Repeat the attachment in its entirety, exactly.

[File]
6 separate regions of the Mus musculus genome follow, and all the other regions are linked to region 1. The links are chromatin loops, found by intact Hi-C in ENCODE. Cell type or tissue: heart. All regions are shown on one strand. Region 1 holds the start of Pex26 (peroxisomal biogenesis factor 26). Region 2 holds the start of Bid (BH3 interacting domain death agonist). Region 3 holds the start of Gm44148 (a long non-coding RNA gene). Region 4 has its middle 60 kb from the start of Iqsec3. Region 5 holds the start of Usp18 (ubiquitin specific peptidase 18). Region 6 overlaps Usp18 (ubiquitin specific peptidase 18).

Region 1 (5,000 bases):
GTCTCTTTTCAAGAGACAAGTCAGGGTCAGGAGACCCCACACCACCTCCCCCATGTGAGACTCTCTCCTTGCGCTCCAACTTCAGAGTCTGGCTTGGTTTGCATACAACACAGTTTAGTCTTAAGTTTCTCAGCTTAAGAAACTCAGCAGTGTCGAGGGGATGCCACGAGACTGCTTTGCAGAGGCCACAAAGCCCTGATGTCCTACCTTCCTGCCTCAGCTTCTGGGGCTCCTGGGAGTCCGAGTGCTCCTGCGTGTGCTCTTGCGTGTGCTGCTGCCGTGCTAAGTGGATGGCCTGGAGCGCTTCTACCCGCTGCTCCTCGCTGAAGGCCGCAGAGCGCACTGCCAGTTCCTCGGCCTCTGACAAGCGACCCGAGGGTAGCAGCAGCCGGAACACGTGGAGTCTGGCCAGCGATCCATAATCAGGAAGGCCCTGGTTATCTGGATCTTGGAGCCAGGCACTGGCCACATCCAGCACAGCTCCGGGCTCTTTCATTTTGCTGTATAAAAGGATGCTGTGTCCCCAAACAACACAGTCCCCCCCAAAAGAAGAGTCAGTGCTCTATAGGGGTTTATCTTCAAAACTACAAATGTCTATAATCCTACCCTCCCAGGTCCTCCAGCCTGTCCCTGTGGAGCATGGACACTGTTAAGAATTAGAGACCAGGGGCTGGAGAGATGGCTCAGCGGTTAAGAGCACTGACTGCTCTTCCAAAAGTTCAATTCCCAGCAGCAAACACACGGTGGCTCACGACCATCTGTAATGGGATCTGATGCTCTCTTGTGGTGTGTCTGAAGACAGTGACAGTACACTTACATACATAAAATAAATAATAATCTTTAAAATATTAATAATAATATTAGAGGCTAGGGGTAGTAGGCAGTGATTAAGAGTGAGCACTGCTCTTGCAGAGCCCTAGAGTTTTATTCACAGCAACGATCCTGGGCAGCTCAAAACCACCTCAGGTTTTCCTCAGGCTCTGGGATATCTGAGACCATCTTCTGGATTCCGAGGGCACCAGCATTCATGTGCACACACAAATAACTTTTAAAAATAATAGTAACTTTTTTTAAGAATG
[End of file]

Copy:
6 separate regions of the Mus musculus genome follow, and all the other regions are linked to region 1. The links are chromatin loops, found by intact Hi-C in ENCODE. Cell type or tissue: heart. All regions are shown on one strand. Region 1 holds the start of Pex26 (peroxisomal biogenesis factor 26). Region 2 holds the start of Bid (BH3 interacting domain death agonist). Region 3 holds the start of Gm44148 (a long non-coding RNA gene). Region 4 has its middle 60 kb from the start of Iqsec3. Region 5 holds the start of Usp18 (ubiquitin specific peptidase 18). Region 6 overlaps Usp18 (ubiquitin specific peptidase 18).

Region 1 (5,000 bases):
GTCTCTTTTCAAGAGACAAGTCAGGGTCAGGAGACCCCACACCACCTCCCCCATGTGAGACTCTCTCCTTGCGCTCCAACTTCAGAGTCTGGCTTGGTTTGCATACAACACAGTTTAGTCTTAAGTTTCTCAGCTTAAGAAACTCAGCAGTGTCGAGGGGATGCCACGAGACTGCTTTGCAGAGGCCACAAAGCCCTGATGTCCTACCTTCCTGCCTCAGCTTCTGGGGCTCCTGGGAGTCCGAGTGCTCCTGCGTGTGCTCTTGCGTGTGCTGCTGCCGTGCTAAGTGGATGGCCTGGAGCGCTTCTACCCGCTGCTCCTCGCTGAAGGCCGCAGAGCGCACTGCCAGTTCCTCGGCCTCTGACAAGCGACCCGAGGGTAGCAGCAGCCGGAACACGTGGAGTCTGGCCAGCGATCCATAATCAGGAAGGCCCTGGTTATCTGGATCTTGGAGCCAGGCACTGGCCACATCCAGCACAGCTCCGGGCTCTTTCATTTTGCTGTATAAAAGGATGCTGTGTCCCCAAACAACACAGTCCCCCCCAAAAGAAGAGTCAGTGCTCTATAGGGGTTTATCTTCAAAACTACAAATGTCTATAATCCTACCCTCCCAGGTCCTCCAGCCTGTCCCTGTGGAGCATGGACACTGTTAAGAATTAGAGACCAGGGGCTGGAGAGATGGCTCAGCGGTTAAGAGCACTGACTGCTCTTCCAAAAGTTCAATTCCCAGCAGCAAACACACGGTGGCTCACGACCATCTGTAATGGGATCTGATGCTCTCTTGTGGTGTGTCTGAAGACAGTGACAGTACACTTACATACATAAAATAAATAATAATCTTTAAAATATTAATAATAATATTAGAGGCTAGGGGTAGTAGGCAGTGATTAAGAGTGAGCACTGCTCTTGCAGAGCCCTAGAGTTTTATTCACAGCAACGATCCTGGGCAGCTCAAAACCACCTCAGGTTTTCCTCAGGCTCTGGGATATCTGAGACCATCTTCTGGATTCCGAGGGCACCAGCATTCATGTGCACACACAAATAACTTTTAAAAATAATAGTAACTTTTTTTAAGAATG